Flame's Bluetooth functionality could help spies extract data locally, researchers say

Attackers could pinpoint the physical location of infected computers using Flame's Bluetooth functionality

The Bluetooth functionality of the Flame cyberespionage malware could potentially be used to pinpoint the physical location of infected devices and allow local attackers to extract data if they get in close proximity to the victims, according to security researchers from antivirus vendors Symantec and Kaspersky Lab.

Flame can leverage an infected computer's Bluetooth capability, to scan for other nearby Bluetooth-enabled devices like mobile phones, Kaspersky Lab researchers said in their initial Flame report published on Monday.

This functionality is present in a Flame module called BeetleJuice, security researchers from Symantec said in a blog post on Thursday. "When a device is found, its status is queried and the details of the device recorded--including its ID--presumably to be uploaded to the attacker at some point."

This information could be used to determine the social and professional circles of victims over time by looking at what Bluetooth devices their computers detect on a regular basis, the Symantec researchers said.

Flame-infected computers can also act as Bluetooth beacons, allowing other Bluetooth devices to discover them. When acting as beacons, the infected computers indicate that they have the Flame malware installed on them through a special description field.

This feature could potentially help local attackers physically locate Flame-infected computers inside a building in order to directly extract information from them if, for some reason, that information cannot be obtained over the network, Vitaly Kamluk, chief malware expert at Kaspersky Lab, said on Tuesday.

There might even be a Flame feature that allows such data extraction to occur over Bluetooth, but no technical evidence of this functionality has been found yet, Kamluk said. Such an attack would have the benefit of bypassing any network-level firewalls and security controls, the Symantec researchers said.

"It is possible that there is undiscovered code within W32.Flamer which already achieves some of these goals," the Symantec researchers said. "For example, although we have not found network code near the 'beacon' code, one compromised computer may connect to another computer using Bluetooth."

Most security researchers agree that Flame was likely created by a nation state for espionage purposes and that its primary targets were organizations and individuals from Iran and other countries in the Middle East.

If that theory is correct, it would be fairly reasonable to assume that such a nation state could also have intelligence assets or operatives in those regions, who could get physically close to the victims in order to interact with their Flame-infected laptops via Bluetooth.

There are precedents for nation states' involvement in malware attacks on Middle East countries. A report in The New York Times Friday said that U.S. President Barack Obama ordered the Stuxnet cyberattacks on Iran in order to damage the country's nuclear program.

Some Bluetooth attacks don't even require close proximity to the target. Back in 2004, at the Defcon hacker conference, researchers showcased a sniper-rifle-like device that could connect to regular Bluetooth-enabled mobile phones from over one kilometer away.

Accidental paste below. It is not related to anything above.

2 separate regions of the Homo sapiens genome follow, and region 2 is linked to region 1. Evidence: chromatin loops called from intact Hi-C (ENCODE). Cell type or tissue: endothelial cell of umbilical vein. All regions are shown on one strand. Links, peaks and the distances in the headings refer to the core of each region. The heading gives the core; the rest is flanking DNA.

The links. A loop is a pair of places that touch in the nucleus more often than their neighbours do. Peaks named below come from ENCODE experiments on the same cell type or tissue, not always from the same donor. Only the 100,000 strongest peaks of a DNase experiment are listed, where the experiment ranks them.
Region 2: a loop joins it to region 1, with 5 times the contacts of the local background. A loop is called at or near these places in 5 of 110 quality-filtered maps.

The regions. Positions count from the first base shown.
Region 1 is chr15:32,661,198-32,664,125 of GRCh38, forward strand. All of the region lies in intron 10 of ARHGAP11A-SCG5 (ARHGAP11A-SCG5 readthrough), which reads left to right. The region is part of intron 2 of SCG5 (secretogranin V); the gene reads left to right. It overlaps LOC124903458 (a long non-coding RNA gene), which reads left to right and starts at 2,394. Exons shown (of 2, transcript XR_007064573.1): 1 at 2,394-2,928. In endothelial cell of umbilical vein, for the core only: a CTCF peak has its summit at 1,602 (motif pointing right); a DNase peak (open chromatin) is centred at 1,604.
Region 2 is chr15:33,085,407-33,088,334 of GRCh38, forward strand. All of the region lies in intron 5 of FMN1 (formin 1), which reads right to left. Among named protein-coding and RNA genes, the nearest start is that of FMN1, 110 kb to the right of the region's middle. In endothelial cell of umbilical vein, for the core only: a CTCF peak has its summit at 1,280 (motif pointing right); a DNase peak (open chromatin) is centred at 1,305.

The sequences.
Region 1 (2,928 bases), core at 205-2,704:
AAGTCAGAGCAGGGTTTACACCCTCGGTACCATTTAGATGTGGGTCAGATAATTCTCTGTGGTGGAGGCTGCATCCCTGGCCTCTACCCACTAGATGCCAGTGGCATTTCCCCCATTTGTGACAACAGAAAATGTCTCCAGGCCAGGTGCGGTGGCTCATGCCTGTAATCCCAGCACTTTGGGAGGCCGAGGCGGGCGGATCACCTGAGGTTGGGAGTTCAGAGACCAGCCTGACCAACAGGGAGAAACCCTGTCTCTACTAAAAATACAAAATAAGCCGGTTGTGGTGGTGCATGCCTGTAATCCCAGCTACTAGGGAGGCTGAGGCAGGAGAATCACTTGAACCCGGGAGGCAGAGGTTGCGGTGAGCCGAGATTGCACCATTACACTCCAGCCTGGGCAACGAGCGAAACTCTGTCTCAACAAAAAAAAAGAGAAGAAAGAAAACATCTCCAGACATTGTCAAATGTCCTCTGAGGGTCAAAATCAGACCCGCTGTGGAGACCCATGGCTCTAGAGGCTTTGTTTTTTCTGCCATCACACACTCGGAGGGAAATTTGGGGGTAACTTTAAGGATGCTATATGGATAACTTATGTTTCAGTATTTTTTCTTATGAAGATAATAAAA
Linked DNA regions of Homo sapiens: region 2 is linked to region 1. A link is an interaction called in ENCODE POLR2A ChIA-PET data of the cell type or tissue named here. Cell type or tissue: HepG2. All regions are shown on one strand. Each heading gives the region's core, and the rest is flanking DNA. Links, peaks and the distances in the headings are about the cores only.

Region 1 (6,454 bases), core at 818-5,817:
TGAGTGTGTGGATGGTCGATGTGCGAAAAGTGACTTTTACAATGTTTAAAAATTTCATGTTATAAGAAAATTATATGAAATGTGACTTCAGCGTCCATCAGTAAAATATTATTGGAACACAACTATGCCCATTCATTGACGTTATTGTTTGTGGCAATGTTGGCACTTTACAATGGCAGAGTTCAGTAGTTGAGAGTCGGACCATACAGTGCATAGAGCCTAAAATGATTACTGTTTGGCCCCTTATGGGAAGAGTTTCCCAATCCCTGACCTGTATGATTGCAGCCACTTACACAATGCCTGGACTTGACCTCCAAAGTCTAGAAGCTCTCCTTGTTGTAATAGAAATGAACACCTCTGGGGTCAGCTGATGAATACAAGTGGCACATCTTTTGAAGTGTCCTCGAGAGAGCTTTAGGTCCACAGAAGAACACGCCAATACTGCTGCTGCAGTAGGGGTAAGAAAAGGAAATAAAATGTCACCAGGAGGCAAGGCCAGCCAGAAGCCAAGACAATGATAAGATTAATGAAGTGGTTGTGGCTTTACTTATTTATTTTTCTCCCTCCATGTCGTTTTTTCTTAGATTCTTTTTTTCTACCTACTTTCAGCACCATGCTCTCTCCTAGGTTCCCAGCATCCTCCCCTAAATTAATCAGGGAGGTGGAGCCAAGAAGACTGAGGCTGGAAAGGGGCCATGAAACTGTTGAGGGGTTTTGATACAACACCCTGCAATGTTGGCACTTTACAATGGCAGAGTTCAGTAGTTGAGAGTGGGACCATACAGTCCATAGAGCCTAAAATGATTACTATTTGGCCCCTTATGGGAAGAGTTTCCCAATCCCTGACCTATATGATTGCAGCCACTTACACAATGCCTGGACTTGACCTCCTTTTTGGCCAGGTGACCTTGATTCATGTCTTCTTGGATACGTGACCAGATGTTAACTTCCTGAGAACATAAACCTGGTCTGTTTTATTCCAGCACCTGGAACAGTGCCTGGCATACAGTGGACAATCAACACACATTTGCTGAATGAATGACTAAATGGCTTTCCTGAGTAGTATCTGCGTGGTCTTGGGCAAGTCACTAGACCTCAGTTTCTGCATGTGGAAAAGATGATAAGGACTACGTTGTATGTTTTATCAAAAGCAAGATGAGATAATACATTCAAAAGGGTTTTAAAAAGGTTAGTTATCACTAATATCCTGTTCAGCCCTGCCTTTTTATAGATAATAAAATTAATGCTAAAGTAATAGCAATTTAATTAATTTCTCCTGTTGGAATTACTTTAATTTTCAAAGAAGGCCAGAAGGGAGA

Another use for the Bluetooth functionality in Flame could be to eavesdrop on private conversations, the Symantec researchers said. "Connect a compromised computer to a nearby device and enable handsfree communication. When the device is brought into a meeting room, or used to make a call, the attackers could listen in."

All of these theories describe practical attacks that would be well within the capabilities of skilled attackers, like the ones who created Flame, the Symantec researchers said. "W32.Flamer is possibly the only Windows based threat we have encountered which uses Bluetooth."

Join the newsletter!

Error: Please check your email address.
Rocket to Success - Your 10 Tips for Smarter ERP System Selection
Keep up with the latest tech news, reviews and previews by subscribing to the Good Gear Guide newsletter.

Lucian Constantin

IDG News Service
Show Comments





Back To Business Guide

Click for more ›

Brand Post

Most Popular Reviews

Latest Articles


PCW Evaluation Team

Louise Coady

Brother MFC-L9570CDW Multifunction Printer

The printer was convenient, produced clear and vibrant images and was very easy to use

Edwina Hargreaves

WD My Cloud Home

I would recommend this device for families and small businesses who want one safe place to store all their important digital content and a way to easily share it with friends, family, business partners, or customers.

Walid Mikhael

Brother QL-820NWB Professional Label Printer

It’s easy to set up, it’s compact and quiet when printing and to top if off, the print quality is excellent. This is hands down the best printer I’ve used for printing labels.

Ben Ramsden

Sharp PN-40TC1 Huddle Board

Brainstorming, innovation, problem solving, and negotiation have all become much more productive and valuable if people can easily collaborate in real time with minimal friction.

Sarah Ieroianni

Brother QL-820NWB Professional Label Printer

The print quality also does not disappoint, it’s clear, bold, doesn’t smudge and the text is perfectly sized.

Ratchada Dunn

Sharp PN-40TC1 Huddle Board

The Huddle Board’s built in program; Sharp Touch Viewing software allows us to easily manipulate and edit our documents (jpegs and PDFs) all at the same time on the dashboard.

Featured Content

Product Launch Showcase

Latest Jobs

Don’t have an account? Sign up here

Don't have an account? Sign up now

Forgot password?